Greek yogurt is kind of a big deal these days. Everyone with an interest in healthy eating is all about Greek yogurt. And — unlike other hip health foods — it’s not totally disgusting (I’m looking at you, coconut water). It’s chock full of protein, incredibly filling, and you could try a new Greek yogurt recipe every day for the rest of your life and still not try them all.
Peoples be loving the Greek yogurt.
So, as a person with an obsession for frozen yogurt and a desire to eat healthier whenever I can, I’ve dabbled a bit in using Greek yogurt to make my own frozen yogurt concoctions at home. Some of them are great (peanut butter yogurt omnomnom) and some of them… well some of them are failventures…
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After stalking Pinterest for my standard 500 hours a week, I had two brilliant ideas I decided to tackle. Watermelon frozen yogurt and chocolate frozen yogurt.
They sound delicious, right?!
There’s a zillion recipes online that call for mixing some variant of a Jello powder (or Jello) with Greek yogurt.
There’s a zillion recipes online that call for mixing Nesquik with Greek yogurt.
The interesting thing about both of these is that it seems people on specific diets (South Beach, maybe?) and diabetics have a lot of input. They’re big on making these two things happen in a sugar-free kind of way. I have no interest in using either sugar-free Jello or sugar-free Nesquik.
Sugar-free is not my jam. I’ll occasionally get down with sugar-free if it’s sweetened with Stevia but even then it’s a stretch. I eat regular, wild and crazy, white sugar. I know that as far as the blogging world is concerned sugar is basically the devil and whatever, but I’m fine with sugar. To a certain point. I’m not going to be eating your “fruit flavored” yogurt with 32 grams of sugar in it. Hard pass. But sugar in moderation is fine by me. I’m not a fan of fake sweeteners and I have no reason to use them because I have no dietary restrictions regarding sugar.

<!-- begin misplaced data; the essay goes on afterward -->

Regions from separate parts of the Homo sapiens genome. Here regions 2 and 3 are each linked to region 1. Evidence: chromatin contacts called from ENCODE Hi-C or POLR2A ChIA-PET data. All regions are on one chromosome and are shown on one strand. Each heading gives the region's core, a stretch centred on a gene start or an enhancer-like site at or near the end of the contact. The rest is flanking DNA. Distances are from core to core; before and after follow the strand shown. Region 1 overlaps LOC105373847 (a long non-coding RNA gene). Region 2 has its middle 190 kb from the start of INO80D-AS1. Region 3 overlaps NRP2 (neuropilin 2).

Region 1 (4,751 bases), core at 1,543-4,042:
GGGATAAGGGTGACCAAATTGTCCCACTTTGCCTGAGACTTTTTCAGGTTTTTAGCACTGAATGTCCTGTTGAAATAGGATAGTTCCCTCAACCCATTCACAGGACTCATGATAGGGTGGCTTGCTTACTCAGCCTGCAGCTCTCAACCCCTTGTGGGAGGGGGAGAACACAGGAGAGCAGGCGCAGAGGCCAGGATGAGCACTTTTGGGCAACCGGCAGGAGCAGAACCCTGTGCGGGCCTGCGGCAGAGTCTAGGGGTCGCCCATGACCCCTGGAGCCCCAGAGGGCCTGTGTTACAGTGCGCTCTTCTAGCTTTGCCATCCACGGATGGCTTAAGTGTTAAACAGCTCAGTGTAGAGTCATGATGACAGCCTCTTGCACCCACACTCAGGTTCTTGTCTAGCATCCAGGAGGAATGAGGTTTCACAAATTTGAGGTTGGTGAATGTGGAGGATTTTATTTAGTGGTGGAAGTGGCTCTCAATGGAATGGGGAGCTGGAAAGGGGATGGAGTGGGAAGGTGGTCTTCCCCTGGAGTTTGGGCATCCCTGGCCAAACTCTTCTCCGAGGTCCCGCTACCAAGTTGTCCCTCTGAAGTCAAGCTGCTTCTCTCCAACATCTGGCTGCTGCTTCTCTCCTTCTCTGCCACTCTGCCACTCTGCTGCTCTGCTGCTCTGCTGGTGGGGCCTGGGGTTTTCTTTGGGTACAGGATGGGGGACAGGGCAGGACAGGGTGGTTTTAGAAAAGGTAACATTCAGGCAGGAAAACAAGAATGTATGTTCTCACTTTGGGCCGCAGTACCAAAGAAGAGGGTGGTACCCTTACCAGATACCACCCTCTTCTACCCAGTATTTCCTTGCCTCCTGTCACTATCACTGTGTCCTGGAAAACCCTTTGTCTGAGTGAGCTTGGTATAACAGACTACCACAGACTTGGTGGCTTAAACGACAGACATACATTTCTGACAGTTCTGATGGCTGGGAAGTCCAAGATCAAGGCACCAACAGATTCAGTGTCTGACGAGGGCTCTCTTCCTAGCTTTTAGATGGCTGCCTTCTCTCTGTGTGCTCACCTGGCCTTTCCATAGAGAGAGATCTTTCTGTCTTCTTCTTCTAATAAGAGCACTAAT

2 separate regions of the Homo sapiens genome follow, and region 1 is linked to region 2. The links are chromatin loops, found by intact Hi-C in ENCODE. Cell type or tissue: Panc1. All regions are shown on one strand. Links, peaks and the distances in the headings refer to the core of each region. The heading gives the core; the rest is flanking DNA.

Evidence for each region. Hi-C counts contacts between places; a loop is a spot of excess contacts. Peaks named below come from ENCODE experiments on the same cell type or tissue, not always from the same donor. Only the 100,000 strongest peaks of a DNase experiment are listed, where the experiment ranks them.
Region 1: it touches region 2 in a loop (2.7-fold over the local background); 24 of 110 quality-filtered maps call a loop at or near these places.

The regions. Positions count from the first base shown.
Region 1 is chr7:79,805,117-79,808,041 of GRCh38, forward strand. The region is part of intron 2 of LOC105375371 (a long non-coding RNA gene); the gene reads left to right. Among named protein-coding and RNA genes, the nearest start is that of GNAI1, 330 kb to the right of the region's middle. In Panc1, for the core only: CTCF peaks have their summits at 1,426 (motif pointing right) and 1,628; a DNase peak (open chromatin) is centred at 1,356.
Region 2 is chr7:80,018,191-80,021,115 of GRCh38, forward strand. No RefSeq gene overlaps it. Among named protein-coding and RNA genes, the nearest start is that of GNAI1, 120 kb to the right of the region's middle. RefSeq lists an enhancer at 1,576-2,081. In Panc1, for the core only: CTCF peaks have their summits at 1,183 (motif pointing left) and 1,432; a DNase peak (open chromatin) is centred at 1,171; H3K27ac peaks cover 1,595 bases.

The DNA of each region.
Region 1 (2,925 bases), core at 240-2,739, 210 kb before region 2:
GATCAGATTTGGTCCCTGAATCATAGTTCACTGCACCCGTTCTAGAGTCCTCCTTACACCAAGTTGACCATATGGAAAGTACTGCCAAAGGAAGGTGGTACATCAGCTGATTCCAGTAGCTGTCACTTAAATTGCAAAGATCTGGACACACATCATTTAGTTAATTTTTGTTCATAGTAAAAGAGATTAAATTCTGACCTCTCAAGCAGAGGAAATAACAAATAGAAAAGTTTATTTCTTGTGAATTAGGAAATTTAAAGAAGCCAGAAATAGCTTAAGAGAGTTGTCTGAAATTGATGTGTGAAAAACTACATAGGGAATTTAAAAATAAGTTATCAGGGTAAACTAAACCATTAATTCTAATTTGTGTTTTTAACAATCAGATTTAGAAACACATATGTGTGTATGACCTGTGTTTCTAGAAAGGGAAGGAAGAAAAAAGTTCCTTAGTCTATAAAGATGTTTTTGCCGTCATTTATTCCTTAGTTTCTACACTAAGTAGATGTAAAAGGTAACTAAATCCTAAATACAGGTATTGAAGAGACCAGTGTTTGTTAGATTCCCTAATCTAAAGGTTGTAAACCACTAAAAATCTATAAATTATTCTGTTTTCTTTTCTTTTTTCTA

TO THE SUGAR MOBILE!
So anyway, if you take a gander online you can find a plethora of recipes for both strategies. Some people mix other things in, some people use actual Jello instead of the packet, some people cook the Jello or Nesquik powder with water before mixing, some people wear the containers on their heads as tiny hats (you do you, bro). There’s a lot of suggestions and I decided that since I’m not particularly fancy I would go ahead and keep it simple. I was just going to mix the powders into the Greek yogurt.
Not the same Greek yogurt. That would be weird.
I used one container of Greek yogurt because I didn’t want to make a bunch of either flavor and end up throwing a bunch out. I have a knack for making too much of stuff only when it’s really gross.
Then, because the internet can’t agree on any guidelines here, I made up my own numbers (#idowhatiwant). I mixed 3 oz of Greek yogurt with ½ tbsp of watermelon Jello powder, then did the same with the Nesquik.
I really wanted to make popsicles but apparently the world doesn’t make popsicle molds that I can buy out in the world anymore, so I took over one of our ice trays. I let the yogurt cubes sit in the freezer for one episode of The Daily Show and two episodes of The Unbreakable Kimmy Schmidt before giving them a whirl.
Fun fact: ice trays and frozen yogurt don’t quite mix. To get the yogurt cubes out I maybe had to use a very sharp knife and maybe almost broke the ice tray and maybe almost stabbed myself.
It occurs to me that I didn’t actually need to freeze them before trying the flavor and I could’ve saved myself a lot of trouble had I thought of this prior to right now.
The chocolate tasted mostly like bitter and plain Greek yogurt but sometimes with chocolate hints. For a non-sugar-free chocolate powder it sure tasted pretty unsugar-y. It wasn’t good enough to eat another one (or to make more) but it also wasn’t so bad that I didn’t finish it.
The watermelon tasted like bitter watermelon powder. David said I could try it if I wanted, but I decided just to take his word for it. He then spit out what he was eating and left the rest to melt in the sink. The rest will be melted along with the remaining chocolate bits. Too bad chocolate and Jello aren’t good for dogs. Chewy would love these things…
So basically, they were both gross and I’m glad I only wasted one container of Greek yogurt on the experiment. I’m also glad I gave it a whirl. The peanut butter Greek yogurt experiment was a resounding success in this household and I just know there’s more ways I can turn this tub of probiotics into delicious desserts.
I think I might try an actual recipe line-by-line for one of these things some day when I’m ready to get back on the frozen Greek yogurt cubes horse again but I think I’m going to need some time to recover.
And by recover, I mean stuff my face with the professionally-made frozen Greek yogurt in my fridge (with lots of chocolate chips and maybe some coconut flakes).